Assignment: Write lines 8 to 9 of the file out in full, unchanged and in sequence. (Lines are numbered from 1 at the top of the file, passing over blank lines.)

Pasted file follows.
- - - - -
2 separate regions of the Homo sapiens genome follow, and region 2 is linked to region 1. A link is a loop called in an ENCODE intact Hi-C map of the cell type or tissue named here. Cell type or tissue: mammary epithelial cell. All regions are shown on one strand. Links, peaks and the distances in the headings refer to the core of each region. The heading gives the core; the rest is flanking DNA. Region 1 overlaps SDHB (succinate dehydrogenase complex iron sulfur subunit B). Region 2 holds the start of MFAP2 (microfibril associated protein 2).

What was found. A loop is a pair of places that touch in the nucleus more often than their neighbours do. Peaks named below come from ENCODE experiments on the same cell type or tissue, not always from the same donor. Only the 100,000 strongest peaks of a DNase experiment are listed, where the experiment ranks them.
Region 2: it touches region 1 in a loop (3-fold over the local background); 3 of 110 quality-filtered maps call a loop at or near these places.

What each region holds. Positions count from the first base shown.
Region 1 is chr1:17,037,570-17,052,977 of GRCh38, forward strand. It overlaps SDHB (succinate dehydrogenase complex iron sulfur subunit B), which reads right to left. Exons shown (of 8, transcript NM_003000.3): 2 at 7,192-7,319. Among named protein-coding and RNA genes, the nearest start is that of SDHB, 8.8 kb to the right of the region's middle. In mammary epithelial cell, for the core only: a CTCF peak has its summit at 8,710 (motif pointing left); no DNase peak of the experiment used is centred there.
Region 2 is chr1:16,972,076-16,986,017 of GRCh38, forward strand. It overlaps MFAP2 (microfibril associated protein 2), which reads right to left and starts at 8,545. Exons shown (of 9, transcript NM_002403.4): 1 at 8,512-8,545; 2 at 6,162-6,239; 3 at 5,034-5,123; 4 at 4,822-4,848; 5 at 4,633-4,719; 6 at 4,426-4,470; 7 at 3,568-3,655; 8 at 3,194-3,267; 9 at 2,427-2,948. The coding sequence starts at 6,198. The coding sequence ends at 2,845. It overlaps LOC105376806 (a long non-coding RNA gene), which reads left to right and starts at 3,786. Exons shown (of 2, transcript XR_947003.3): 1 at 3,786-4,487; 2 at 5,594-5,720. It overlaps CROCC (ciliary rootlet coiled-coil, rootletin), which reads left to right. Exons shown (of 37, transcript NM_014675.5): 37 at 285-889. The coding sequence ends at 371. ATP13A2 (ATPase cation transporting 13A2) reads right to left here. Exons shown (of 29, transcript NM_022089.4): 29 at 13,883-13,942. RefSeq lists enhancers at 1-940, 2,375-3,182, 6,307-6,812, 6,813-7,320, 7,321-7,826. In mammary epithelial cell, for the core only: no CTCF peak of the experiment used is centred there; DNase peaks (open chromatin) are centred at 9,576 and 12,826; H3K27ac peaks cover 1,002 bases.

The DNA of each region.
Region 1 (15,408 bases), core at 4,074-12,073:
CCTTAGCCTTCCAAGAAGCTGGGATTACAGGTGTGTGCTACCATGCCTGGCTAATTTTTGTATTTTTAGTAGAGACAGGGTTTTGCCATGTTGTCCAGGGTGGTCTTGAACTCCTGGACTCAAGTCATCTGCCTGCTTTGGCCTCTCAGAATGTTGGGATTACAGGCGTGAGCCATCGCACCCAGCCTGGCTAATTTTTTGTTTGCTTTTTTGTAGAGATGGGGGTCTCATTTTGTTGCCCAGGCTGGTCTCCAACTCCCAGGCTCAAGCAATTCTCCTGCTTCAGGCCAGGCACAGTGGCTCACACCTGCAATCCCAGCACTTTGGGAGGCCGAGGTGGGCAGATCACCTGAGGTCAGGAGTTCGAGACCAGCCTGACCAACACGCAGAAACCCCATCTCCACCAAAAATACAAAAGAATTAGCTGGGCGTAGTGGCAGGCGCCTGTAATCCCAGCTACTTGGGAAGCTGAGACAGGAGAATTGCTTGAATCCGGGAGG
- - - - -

Region 1 (15,408 bases), core at 4,074-12,073:
CCTTAGCCTTCCAAGAAGCTGGGATTACAGGTGTGTGCTACCATGCCTGGCTAATTTTTGTATTTTTAGTAGAGACAGGGTTTTGCCATGTTGTCCAGGGTGGTCTTGAACTCCTGGACTCAAGTCATCTGCCTGCTTTGGCCTCTCAGAATGTTGGGATTACAGGCGTGAGCCATCGCACCCAGCCTGGCTAATTTTTTGTTTGCTTTTTTGTAGAGATGGGGGTCTCATTTTGTTGCCCAGGCTGGTCTCCAACTCCCAGGCTCAAGCAATTCTCCTGCTTCAGGCCAGGCACAGTGGCTCACACCTGCAATCCCAGCACTTTGGGAGGCCGAGGTGGGCAGATCACCTGAGGTCAGGAGTTCGAGACCAGCCTGACCAACACGCAGAAACCCCATCTCCACCAAAAATACAAAAGAATTAGCTGGGCGTAGTGGCAGGCGCCTGTAATCCCAGCTACTTGGGAAGCTGAGACAGGAGAATTGCTTGAATCCGGGAGG